The Threat to Resources in Mali makes Military Action Inevitable
A Canadian Forces C-17 military transporter traveled to France today, from where it will be deployed as part of a Canadian contribution to help diffuse an Islamist insurgency in northern Mali. The aircraft will help French armed forces to transport materials, supplies and equipment to Mali’s capital Bamako. Canadian troops will not take part in any combat but the Government has described the logistical support necessary and essential in order to repel the radical Islamists that took control of northern Mali last spring as they started to make advances toward the south. As the rebels started to move closer towards Bamako, France started to launch air strikes from its bases in neighboring Chad to block them-much sooner than was expected. The number of French soldiers involved in the operations in Mali is currently 750, but their number will increase until the deployment of an African force is ready. France could send up to 2,500 troops until then.
The French government has expressed the need to maintain the integrity of Mali. Indeed, it is in France’s interest preserve the structure and stability of the Malian government to avoid a phenomenon described as ‘Somalization’ another way of saying ‘failed state’. Actually, and quite beyond any humanitarian consideration, it is in the interest of many countries to help Mali.
French President Hollande said that France’s purpose of France is to “fight against terrorism”; however, there is far more realpolitik and resource economics at play in the reasoning behind what is known as Operation Serval. Surely, the advancing al-Qaida in the Islamic Maghreb (AQIM) would destabilize the Malian government and other regional powers, favoring more arms trafficking and drugs through weaker borders. Mali, whose historical Islamic tradition is one of the most tolerant in all of Africa, would surely be subjected to the establishment of extremist version of Shari ‘a (‘Islamic law’). The Tuareg separatists, represented by the MNLA (National Movement for the Liberation of the Azawad), had allied themselves with the Islamists at first only to have stated their intention to help defeat the Islamists.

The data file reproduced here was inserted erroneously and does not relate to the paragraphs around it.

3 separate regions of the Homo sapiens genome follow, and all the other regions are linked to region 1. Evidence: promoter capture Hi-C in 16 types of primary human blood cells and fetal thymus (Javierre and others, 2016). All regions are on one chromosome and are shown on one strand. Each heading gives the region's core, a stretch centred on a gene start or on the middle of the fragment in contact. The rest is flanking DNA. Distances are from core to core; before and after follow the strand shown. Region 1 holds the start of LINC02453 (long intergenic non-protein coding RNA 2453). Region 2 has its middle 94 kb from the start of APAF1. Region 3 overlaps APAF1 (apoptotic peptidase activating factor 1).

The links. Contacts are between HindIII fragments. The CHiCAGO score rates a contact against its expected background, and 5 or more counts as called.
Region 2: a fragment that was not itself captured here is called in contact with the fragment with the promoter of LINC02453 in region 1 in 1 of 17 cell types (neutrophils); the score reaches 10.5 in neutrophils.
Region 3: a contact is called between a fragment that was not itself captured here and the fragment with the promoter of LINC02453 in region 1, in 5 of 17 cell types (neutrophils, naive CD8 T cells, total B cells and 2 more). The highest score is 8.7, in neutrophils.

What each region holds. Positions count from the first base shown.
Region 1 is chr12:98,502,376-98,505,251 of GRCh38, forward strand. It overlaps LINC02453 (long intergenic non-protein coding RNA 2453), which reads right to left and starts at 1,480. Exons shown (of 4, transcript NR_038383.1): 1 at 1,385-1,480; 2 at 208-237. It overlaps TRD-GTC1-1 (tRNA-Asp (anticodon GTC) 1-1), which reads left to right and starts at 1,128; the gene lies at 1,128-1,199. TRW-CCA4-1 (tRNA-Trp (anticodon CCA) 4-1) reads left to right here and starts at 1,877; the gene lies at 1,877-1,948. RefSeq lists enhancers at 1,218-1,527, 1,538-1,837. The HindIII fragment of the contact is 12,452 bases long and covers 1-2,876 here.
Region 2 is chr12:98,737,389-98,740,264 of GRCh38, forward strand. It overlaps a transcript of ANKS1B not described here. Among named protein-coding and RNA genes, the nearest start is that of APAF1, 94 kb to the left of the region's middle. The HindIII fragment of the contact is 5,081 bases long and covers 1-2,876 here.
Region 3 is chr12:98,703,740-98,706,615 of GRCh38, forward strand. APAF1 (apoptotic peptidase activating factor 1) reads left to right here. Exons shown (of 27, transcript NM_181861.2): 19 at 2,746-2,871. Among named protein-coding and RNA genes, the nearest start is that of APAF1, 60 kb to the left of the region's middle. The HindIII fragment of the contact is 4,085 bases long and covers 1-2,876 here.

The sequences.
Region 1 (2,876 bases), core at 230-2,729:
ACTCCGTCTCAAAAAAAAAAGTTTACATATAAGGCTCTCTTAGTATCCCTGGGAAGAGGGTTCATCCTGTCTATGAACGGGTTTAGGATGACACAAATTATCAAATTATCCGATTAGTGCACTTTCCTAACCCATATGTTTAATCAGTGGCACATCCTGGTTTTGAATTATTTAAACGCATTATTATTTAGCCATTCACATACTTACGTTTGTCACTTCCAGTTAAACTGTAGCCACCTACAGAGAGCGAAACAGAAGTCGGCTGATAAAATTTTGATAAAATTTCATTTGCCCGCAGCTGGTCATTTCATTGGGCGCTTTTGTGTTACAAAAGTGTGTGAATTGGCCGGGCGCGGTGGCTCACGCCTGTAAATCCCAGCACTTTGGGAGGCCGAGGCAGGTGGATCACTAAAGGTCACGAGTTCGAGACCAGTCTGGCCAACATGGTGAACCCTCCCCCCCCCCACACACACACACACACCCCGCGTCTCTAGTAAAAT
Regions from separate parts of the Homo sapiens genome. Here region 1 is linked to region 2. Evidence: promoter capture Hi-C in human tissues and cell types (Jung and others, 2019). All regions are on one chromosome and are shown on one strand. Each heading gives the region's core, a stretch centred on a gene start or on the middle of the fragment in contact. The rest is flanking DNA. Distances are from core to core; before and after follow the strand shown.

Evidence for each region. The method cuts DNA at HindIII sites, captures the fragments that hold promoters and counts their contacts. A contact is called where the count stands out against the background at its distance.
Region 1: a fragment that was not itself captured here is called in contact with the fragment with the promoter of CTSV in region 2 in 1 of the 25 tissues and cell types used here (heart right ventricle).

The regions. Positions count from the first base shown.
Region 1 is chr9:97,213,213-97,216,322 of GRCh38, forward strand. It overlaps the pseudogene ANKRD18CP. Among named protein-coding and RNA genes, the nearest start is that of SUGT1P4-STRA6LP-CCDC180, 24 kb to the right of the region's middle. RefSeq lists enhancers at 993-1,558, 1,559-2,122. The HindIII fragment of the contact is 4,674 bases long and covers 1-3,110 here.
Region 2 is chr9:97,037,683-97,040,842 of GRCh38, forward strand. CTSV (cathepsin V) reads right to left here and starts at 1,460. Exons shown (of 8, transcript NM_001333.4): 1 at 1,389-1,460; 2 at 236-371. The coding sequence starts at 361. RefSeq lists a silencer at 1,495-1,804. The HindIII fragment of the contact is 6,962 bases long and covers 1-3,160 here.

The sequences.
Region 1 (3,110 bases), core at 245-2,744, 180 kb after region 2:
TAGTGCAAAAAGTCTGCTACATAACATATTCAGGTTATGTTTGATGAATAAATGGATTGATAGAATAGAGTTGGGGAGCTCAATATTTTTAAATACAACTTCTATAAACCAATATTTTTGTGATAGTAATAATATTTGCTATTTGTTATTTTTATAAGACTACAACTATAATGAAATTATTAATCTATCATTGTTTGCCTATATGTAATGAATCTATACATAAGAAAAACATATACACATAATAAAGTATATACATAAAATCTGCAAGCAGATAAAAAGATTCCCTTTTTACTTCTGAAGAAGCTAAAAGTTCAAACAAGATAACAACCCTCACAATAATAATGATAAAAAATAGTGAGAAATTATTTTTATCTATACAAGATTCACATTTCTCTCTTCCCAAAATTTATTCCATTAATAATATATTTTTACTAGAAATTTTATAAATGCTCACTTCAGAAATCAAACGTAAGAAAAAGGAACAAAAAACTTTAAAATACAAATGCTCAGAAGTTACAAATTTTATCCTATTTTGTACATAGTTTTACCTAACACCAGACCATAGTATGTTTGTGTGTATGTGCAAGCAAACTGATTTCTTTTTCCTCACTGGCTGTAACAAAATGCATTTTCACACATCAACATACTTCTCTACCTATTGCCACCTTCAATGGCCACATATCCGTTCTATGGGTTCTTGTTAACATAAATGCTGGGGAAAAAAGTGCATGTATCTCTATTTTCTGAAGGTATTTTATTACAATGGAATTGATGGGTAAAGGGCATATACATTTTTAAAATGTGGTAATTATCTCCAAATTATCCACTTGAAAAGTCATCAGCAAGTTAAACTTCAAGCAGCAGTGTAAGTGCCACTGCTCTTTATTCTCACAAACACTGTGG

France has important strategic and economic interests in Mali and in its neighbors. The effort to block the Islamist advance, preventing it from spreading across the border with Niger or Mauritania is very important. Mali exports gold, cotton and cattle to France and imported some EUR 280 million of French goods last year and there are close to 5,000 French citizens in Mali. Nevertheless, the real target of the French effort is Niger, where France’s nuclear energy player Areva operates important uranium mines. The potential for the Malian Islamist rebellion to spread beyond Malian borders and into Niger would have had a serious impact on the security of France’s energy supply. Areva extracts about half of France’s uranium production from Niger and the company’s Imouraren mine in Niger is the world’s largest. There were even plans to build a nuclear reactor in Niger in return for the Imouraren concession, which was at the heart of international competition as Chinese and Canadian companies also competed for access to it. Apart from Niger, Mali also borders Mauritania, where there are valuable oil deposits and where the French oil major Total SA has operated since 2005. There is also Algeria, which sits on Mali’s northern border. Algeria suffered a bloody civil war in the 1990’s that has left deep repercussions and it fears Islamist infiltration. For its part, apart from gold (of which it is the world’s fourth largest producer), Mali has uranium, oil and phosphate resources and several companies were attracted by favorable regulations since the late 1990’s to develop them.
It is not surprising, moreover, that Canada has decided to participate and add its name to the list of countries contributing to the effort to liberate northern Mali. Canada is one of the most important players in African mining; it is part of a strategy that started in the 1990’s to take advantage of the liberalization of several African economies, which opened themselves to foreign investment thanks to ‘pressure’ from international institutions such as the World Bank and the IMF. Mali’s has become the world’s third largest producer of gold in the world and some of the main players involved are Canadian, including IAMGOLD and Avion Gold. While many large Canadian companies are involved in Mali, the continent is especially important to the juniors, several of which are listed on the Toronto and Vancouver stock exchanges. In Mali, there are uranium explorer Rockgate Capital and phosphate developer Great Quest Metals to mention a few. Mali also has rich oil deposits in the Taoudeni Basin and the government of Mali has encouraged its exploitation. Several oil companies have started work in the area including Baraka Petroleum (Australia), Sonatrach (Algeria), Eni, (Italy) and Total SA (France). China’s ‘China Petroleum Corp has also started work in the area.
It is not surprising therefore that, unlike the case of Somalia, the crisis in Mali has triggered international military intervention within a relatively short timeframe. Before the crisis, Mali was one the way to becoming a leading mining power in Central and Northern Africa. While, gold operations were unaffected, given their presence in the western region, the development of oil, uranium and phosphate were blocked by the excessive political risks. Nevertheless, the fact that the crisis threatened to expand in Mali’s neighbors, holding strategic resources for European powers – and beyond – could not be tolerated and made military action inevitable.
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